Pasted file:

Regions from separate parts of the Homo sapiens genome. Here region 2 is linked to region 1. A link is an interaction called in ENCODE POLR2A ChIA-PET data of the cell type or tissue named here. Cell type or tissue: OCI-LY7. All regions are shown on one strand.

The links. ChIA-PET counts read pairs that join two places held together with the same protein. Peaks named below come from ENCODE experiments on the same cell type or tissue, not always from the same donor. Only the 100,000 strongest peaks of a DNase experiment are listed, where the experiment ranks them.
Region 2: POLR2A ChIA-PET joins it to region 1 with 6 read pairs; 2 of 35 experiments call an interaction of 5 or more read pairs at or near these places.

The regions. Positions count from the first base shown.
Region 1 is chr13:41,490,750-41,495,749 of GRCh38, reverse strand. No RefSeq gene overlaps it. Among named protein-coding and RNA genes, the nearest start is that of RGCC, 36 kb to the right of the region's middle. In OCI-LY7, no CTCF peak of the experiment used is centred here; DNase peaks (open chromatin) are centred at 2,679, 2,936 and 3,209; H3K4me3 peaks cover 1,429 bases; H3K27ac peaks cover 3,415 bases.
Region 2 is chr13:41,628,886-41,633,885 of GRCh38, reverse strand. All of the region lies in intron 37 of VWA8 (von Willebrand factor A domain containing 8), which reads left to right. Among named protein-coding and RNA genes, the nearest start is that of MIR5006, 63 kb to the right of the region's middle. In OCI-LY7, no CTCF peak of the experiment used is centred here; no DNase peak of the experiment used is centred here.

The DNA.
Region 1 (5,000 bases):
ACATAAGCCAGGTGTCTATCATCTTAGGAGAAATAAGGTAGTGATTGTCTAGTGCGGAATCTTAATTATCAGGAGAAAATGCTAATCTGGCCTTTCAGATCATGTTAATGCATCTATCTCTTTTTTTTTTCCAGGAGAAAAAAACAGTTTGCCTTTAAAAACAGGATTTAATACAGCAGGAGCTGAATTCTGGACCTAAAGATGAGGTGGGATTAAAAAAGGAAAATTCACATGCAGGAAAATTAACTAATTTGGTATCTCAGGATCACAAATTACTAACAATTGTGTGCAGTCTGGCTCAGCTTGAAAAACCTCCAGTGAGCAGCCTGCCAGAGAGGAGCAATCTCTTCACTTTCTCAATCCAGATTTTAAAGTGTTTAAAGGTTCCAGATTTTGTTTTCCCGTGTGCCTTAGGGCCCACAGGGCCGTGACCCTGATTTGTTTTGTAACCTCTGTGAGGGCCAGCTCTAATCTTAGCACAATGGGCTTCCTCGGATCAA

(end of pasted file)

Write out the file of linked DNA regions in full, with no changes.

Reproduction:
Regions from separate parts of the Homo sapiens genome. Here region 2 is linked to region 1. A link is an interaction called in ENCODE POLR2A ChIA-PET data of the cell type or tissue named here. Cell type or tissue: OCI-LY7. All regions are shown on one strand.

The links. ChIA-PET counts read pairs that join two places held together with the same protein. Peaks named below come from ENCODE experiments on the same cell type or tissue, not always from the same donor. Only the 100,000 strongest peaks of a DNase experiment are listed, where the experiment ranks them.
Region 2: POLR2A ChIA-PET joins it to region 1 with 6 read pairs; 2 of 35 experiments call an interaction of 5 or more read pairs at or near these places.

The regions. Positions count from the first base shown.
Region 1 is chr13:41,490,750-41,495,749 of GRCh38, reverse strand. No RefSeq gene overlaps it. Among named protein-coding and RNA genes, the nearest start is that of RGCC, 36 kb to the right of the region's middle. In OCI-LY7, no CTCF peak of the experiment used is centred here; DNase peaks (open chromatin) are centred at 2,679, 2,936 and 3,209; H3K4me3 peaks cover 1,429 bases; H3K27ac peaks cover 3,415 bases.
Region 2 is chr13:41,628,886-41,633,885 of GRCh38, reverse strand. All of the region lies in intron 37 of VWA8 (von Willebrand factor A domain containing 8), which reads left to right. Among named protein-coding and RNA genes, the nearest start is that of MIR5006, 63 kb to the right of the region's middle. In OCI-LY7, no CTCF peak of the experiment used is centred here; no DNase peak of the experiment used is centred here.

The DNA.
Region 1 (5,000 bases):
ACATAAGCCAGGTGTCTATCATCTTAGGAGAAATAAGGTAGTGATTGTCTAGTGCGGAATCTTAATTATCAGGAGAAAATGCTAATCTGGCCTTTCAGATCATGTTAATGCATCTATCTCTTTTTTTTTTCCAGGAGAAAAAAACAGTTTGCCTTTAAAAACAGGATTTAATACAGCAGGAGCTGAATTCTGGACCTAAAGATGAGGTGGGATTAAAAAAGGAAAATTCACATGCAGGAAAATTAACTAATTTGGTATCTCAGGATCACAAATTACTAACAATTGTGTGCAGTCTGGCTCAGCTTGAAAAACCTCCAGTGAGCAGCCTGCCAGAGAGGAGCAATCTCTTCACTTTCTCAATCCAGATTTTAAAGTGTTTAAAGGTTCCAGATTTTGTTTTCCCGTGTGCCTTAGGGCCCACAGGGCCGTGACCCTGATTTGTTTTGTAACCTCTGTGAGGGCCAGCTCTAATCTTAGCACAATGGGCTTCCTCGGATCAA